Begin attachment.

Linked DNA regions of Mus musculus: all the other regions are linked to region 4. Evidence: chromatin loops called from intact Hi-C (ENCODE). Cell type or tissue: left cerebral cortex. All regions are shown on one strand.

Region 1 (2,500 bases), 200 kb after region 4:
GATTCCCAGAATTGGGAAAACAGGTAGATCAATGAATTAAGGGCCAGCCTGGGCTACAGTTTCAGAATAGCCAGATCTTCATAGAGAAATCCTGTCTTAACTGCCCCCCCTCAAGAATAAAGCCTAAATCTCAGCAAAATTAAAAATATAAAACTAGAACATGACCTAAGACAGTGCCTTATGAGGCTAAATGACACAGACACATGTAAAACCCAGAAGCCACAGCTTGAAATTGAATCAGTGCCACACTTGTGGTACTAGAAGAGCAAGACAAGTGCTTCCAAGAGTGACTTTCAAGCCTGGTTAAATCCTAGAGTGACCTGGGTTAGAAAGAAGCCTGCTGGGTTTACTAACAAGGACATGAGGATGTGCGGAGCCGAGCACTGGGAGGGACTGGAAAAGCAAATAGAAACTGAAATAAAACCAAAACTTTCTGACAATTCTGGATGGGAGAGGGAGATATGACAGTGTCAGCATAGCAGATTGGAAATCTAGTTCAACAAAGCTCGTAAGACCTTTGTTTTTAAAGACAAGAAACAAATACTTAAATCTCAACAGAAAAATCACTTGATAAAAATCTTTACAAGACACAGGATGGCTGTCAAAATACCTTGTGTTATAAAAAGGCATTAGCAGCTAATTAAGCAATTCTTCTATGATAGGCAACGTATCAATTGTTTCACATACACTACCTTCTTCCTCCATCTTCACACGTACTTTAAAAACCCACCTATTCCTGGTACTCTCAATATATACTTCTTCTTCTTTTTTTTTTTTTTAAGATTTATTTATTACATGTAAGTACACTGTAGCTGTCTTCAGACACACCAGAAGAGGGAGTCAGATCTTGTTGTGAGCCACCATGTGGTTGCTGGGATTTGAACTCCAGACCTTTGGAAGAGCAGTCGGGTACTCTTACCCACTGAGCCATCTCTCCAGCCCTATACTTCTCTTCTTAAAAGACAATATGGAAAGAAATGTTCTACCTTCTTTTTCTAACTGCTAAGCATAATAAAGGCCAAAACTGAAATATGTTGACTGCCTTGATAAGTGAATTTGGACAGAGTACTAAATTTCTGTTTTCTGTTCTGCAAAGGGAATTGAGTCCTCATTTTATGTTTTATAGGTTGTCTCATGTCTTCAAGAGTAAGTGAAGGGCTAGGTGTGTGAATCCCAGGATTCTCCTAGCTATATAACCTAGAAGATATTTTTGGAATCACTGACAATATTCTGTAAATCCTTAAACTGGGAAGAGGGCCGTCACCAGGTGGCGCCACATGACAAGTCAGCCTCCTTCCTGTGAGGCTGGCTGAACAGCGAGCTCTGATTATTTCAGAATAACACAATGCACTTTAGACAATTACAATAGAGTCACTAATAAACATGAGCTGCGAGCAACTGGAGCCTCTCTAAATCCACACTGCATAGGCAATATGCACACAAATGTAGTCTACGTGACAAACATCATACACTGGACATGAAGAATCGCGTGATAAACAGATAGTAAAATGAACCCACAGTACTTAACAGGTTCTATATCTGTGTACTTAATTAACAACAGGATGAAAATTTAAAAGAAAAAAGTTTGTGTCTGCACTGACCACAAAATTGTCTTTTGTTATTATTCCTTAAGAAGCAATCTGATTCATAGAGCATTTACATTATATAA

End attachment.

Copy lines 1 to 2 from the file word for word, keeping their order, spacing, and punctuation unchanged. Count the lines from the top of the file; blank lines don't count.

Linked DNA regions of Mus musculus: all the other regions are linked to region 4. Evidence: chromatin loops called from intact Hi-C (ENCODE). Cell type or tissue: left cerebral cortex. All regions are shown on one strand.

Region 1 (2,500 bases), 200 kb after region 4: